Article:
Posted by: kenwbudd | January 6, 2011

Risk Management in Tough Times

Risk management and governance policies and structures are being provided increasing authority, visibility and independence. However, this is within a planned increases in investment and spending that is more than modest and may even experience shrinkage.

The reality is that the natural tension and conflict between the risk functions and the business’ aspirations for higher profit growth still exists. The real conflict is in how some balance and compromise can be achieved?

Key findings in the current environments, are:

* Strategic risk management is currently in an embryonic stage of maturity. Executives view the identification of new and emerging risks as a key objective of risk management, but roughly two-thirds of them believe their organisation is weak at anticipating and measuring future risks.
* Few organisations truly involve risk functions in key business decisions. Few companies expect risk functions to participate in strategic decision making in the near future. It tends to be a garnish on the side.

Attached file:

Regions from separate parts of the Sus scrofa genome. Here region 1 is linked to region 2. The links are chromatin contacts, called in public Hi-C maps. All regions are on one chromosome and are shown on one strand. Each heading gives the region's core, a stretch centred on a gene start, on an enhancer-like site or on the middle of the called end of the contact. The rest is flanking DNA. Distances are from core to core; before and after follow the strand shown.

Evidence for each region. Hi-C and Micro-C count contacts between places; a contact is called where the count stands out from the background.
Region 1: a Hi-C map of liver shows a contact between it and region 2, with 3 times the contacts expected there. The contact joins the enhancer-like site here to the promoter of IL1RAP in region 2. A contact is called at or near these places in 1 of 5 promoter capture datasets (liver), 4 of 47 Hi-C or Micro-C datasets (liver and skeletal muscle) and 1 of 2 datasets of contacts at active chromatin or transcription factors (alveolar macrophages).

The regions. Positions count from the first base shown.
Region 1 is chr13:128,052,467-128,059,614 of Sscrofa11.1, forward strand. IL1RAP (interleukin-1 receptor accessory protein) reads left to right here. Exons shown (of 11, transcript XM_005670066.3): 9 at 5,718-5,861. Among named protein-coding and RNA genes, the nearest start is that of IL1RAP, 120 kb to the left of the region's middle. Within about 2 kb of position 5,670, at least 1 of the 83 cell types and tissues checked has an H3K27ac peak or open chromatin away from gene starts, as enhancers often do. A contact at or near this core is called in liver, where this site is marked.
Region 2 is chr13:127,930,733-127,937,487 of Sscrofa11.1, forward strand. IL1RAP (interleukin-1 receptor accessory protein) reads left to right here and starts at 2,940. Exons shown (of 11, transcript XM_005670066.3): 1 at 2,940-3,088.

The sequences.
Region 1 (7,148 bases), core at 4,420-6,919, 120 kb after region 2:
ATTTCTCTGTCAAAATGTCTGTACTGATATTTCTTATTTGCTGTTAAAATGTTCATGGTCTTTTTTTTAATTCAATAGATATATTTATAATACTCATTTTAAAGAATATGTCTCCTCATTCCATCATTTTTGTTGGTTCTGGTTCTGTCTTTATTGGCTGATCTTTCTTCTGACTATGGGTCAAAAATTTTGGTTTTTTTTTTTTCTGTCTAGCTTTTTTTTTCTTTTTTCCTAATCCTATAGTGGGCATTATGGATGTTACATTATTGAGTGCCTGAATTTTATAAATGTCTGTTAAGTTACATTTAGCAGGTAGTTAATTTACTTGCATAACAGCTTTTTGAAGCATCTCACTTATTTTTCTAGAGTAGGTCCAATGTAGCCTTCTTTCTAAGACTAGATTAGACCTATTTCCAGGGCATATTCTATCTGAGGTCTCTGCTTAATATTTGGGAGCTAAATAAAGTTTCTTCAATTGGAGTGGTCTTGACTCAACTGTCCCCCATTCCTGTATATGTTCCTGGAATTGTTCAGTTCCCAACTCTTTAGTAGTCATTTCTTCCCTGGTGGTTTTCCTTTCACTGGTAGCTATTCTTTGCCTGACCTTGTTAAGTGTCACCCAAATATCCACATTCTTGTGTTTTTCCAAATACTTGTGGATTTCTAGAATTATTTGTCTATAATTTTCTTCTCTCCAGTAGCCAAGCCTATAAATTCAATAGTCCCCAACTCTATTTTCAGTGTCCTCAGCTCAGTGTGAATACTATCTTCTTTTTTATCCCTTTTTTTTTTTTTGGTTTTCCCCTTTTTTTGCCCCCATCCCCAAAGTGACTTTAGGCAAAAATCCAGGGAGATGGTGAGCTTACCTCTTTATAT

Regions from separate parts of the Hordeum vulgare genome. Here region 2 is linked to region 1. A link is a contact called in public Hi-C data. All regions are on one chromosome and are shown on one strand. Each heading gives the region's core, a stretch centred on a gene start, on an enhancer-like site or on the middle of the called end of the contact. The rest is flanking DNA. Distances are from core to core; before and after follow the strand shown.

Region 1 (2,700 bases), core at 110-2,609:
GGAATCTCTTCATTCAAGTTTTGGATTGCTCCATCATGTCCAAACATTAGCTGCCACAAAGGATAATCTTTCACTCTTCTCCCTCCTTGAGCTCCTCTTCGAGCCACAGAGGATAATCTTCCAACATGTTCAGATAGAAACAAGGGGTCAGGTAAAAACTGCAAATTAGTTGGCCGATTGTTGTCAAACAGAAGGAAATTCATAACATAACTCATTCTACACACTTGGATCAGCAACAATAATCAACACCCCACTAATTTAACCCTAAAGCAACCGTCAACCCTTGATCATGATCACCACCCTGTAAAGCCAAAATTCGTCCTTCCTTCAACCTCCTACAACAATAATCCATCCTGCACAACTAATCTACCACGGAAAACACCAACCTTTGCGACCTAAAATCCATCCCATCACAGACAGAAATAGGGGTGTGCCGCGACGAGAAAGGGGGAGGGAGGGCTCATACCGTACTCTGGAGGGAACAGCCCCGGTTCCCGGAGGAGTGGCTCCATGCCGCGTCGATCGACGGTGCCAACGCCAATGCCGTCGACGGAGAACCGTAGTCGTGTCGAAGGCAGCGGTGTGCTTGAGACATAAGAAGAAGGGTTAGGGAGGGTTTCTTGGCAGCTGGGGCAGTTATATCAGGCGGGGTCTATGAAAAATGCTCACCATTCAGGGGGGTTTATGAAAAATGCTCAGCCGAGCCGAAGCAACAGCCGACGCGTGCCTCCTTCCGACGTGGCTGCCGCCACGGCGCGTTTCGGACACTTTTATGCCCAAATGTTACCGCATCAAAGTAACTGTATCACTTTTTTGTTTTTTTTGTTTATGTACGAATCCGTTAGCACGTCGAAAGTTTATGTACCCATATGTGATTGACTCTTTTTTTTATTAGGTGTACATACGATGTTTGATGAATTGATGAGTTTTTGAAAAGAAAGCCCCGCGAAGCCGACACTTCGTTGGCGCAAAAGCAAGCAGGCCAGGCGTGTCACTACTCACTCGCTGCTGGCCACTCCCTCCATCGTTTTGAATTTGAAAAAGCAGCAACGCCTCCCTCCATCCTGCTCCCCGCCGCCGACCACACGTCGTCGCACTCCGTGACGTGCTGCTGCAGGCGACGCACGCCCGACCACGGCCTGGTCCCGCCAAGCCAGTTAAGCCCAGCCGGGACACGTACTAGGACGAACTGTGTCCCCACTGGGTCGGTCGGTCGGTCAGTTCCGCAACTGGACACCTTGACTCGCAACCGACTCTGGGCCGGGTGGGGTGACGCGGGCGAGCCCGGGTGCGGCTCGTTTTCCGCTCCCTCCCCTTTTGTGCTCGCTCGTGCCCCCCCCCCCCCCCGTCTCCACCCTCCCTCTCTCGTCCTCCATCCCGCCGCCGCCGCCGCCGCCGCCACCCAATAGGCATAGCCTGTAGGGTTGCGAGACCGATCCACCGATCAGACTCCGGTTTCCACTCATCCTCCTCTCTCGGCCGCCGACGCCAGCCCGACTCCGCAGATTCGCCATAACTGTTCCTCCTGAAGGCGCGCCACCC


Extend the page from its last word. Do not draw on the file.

* Risk management needs to shift its role and emphasis from preventative activities towards a more proactive and supportive one. Risk managers need to expand far beyond providing supervisory, policing controls and monitoring to also include identifying opportunities to achieve and enable business objectives.

Window of Opportunity

Will increasing interest in including the risk function in strategy formulation simply a passing trend or temporary phase?

Hopefully, the interest will be permanent, but not without difficulties, and there are real obstacles.
1) Business line managers may continue to view the risk function as inertia and a brake on their ‘innovative’ activities, slowing sales and profit growth.

2) Technical knowledge and experience by boards of directors and executives is simply not adequate to fully understand how to integrate risk and performance management into strategic growth.

On a positive note, risk management is gaining influence and using more structured modeling and analytics software. Some better informed managers are creating a richer organisational culture for metrics and risk awareness that considers opportunities, not just threats.

Invulnerable Today, Rudderless Tomorrow

Half of the 25 companies that passed the rigorous tests listed in the once-famous book by Tom Peters and Robert Waterman, “In Search of Excellence,” today either no longer exist, or are in bankruptcy.

What happened? Well, when an organisation and it’s executives start to achieve results or becomes successful, they become more stability orientated and adverse to risk taking. Forgetting that maintaining their risk appetite /profile and taking calculated risks, is essential for organisations to change and continue be innovative.

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